Odense Steel Shipyard (Danish: Odense Staalskibsværft) was a Danish shipyard company located in Odense. It was best known for building container ships for its parent group, A.P. Moller – Maersk Group, including the Mærsk E class in 2006 which at the time were the biggest container ships in the world. The global financial crisis led to Maersk announcing its closure in 2009 and the last new ship was delivered in January 2012.
The first yard was opened in 1918–1919 by the A.P. Møller company. A new yard with bigger and better facilities was constructed 1957–1959 on a new site located in Munkebo a few kilometres outside Odense proper. Odense Steel Shipyard was the largest yard within the Odense Steel Shipyard Group, which also consisted of two yards and an engineering company, all situated in the Baltic. The yard was known for designing and building innovative vessels that applied the newest technology in design and equipment.
Since 1996 the Yard built some of the world’s largest container ships; including the Mærsk E-class with a nominal capacity of 15,550 TEU (originally declared as 11,000 TEU), the highest equivalent number of any vessel as of today. However, Maersk chose Daewoo to build its latest and largest design, the Triple E class with a nominal capacity of 18,000 TEU, as the Asian shipyard was more competitive (cheap labour).
Because of the innovative products developed at Odense Steel Shipyard, the company was widely recognized as an influential voice in the shipbuilding community.
The original shipyard remained in operation until 1966, when all operations were transferred to the new site. Unlike the modern shipyard, the old yard produced civilian and merchant vessels only. Its first completed ship was cargo steamship Robert Mærsk, completed in 1920. Its last production was Yard No. 177, the bulk carrier Laura Mærsk.
The new shipyard originally had two building docks, No. I and II (300 × 45 × 7.5 metres each), allowing the construction of tankers of up to 100,000 tonnes deadweight (DWT). The yard was enlarged in 1967 to include a new very large building dock, No. III (415 × 90 metres), and an 800-ton, 95 metre tall, 148.5 metre span gantry crane, allowing the construction of tankers in the VLCC and ULCC class. The largest construction planned on the yard was two 500,000 DWT tankers, but this order was later cancelled. From the 1960s until 1977, the yard only constructed oil tankers (no larger than 330,000 DWT) as well as bulk carriers. The first RO-RO ship was built in 1979, and the first container ship in 1980. In December 1992, the yard completed the world’s first 300,000 DWT double-hull tanker. In January 1996 they delivered its first Post-Panamax container ship. On 3 December 1999 the gantry crane collapsed after a hurricane in the building dock and damaged the ship No.170 Cornelius Mærsk, which was nonetheless repaired and delivered two months later. MAN Takraf of Leipzig, Germany, delivered a new 1,000 ton, 110 metre tall gantry crane in April 2001.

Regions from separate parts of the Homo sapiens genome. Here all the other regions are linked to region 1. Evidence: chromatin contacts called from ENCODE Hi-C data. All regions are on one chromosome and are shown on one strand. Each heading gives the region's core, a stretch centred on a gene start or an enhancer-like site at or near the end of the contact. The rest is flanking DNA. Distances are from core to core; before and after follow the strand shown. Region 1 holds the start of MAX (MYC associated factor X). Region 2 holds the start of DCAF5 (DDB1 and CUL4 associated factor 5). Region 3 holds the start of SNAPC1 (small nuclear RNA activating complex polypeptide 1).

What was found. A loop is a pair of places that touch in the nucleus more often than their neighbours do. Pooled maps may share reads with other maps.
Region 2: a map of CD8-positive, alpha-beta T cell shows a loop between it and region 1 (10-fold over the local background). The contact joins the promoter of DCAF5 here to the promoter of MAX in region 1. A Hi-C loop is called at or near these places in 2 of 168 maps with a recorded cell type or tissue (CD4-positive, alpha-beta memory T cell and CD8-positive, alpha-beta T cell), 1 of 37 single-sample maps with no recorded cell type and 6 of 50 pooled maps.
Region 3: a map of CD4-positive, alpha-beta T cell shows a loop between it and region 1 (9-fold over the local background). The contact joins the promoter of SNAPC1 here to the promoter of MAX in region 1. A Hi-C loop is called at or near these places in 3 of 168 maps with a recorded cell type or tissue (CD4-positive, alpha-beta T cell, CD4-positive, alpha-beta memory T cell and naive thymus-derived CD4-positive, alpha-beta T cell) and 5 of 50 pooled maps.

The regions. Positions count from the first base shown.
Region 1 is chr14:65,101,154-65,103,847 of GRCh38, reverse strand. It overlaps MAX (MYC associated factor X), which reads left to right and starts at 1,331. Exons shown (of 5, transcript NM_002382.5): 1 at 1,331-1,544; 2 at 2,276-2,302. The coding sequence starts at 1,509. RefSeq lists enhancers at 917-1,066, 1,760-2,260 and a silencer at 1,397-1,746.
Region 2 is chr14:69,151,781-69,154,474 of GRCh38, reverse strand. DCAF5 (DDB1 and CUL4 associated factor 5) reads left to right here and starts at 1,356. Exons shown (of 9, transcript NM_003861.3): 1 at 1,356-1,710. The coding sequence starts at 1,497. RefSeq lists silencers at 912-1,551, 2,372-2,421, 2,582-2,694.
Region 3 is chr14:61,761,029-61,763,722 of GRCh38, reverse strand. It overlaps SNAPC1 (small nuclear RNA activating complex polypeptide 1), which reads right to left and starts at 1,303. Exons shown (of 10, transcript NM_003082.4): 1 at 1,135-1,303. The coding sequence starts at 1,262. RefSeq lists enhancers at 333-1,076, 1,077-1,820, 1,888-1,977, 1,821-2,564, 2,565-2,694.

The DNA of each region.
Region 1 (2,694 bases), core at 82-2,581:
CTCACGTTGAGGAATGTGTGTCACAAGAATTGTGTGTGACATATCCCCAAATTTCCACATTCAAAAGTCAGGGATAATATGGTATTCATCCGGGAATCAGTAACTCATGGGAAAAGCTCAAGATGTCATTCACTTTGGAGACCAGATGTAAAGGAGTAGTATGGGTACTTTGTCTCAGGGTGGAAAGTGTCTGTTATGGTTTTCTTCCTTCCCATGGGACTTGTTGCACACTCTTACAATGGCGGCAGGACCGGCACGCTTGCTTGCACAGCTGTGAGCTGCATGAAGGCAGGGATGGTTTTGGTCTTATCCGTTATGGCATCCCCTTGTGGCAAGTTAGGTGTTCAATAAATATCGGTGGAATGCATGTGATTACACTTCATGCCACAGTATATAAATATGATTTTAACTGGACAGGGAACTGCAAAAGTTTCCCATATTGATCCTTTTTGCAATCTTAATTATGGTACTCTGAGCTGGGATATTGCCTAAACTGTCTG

The collapse in world shipping as a result of the 2009 Global Recession led Maersk to announce in January 2009 that Odense would concentrate on smaller ships, but in May 2009 they announced that they would be closing the yard altogether and putting Baltija Shipyard in Lithuania up for sale. The last newbuild from Lindø was No.714 Niels Juel, a frigate for the Royal Danish Navy, which was delivered in January 2012.
After the closure of the yard in 2012, the site has been transformed to an industrial park housing a large number of companies within the offshore sector. Most companies work with production, storage and discharge of large components for offshore and heavy industries. The area of more than 1,000,000 square metres (11,000,000 sq ft), of which 166,000 square metres (1,790,000 sq ft) is under roof, combined with the gantry crane and the harbour area makes it ideal for handling heavy industry. The LORC wind turbine test facility is expanding in 2015 at a cost of DKK 120m.
Elements of the yard (OMT) are proposing the Iver Huitfeldt-class frigates for the Procurement programme of the Royal Australian Navy‘s frigates, but built in Australia.
Sorry, the pictures are not available anymore.
The pictures above belongs to Henning kjærgaard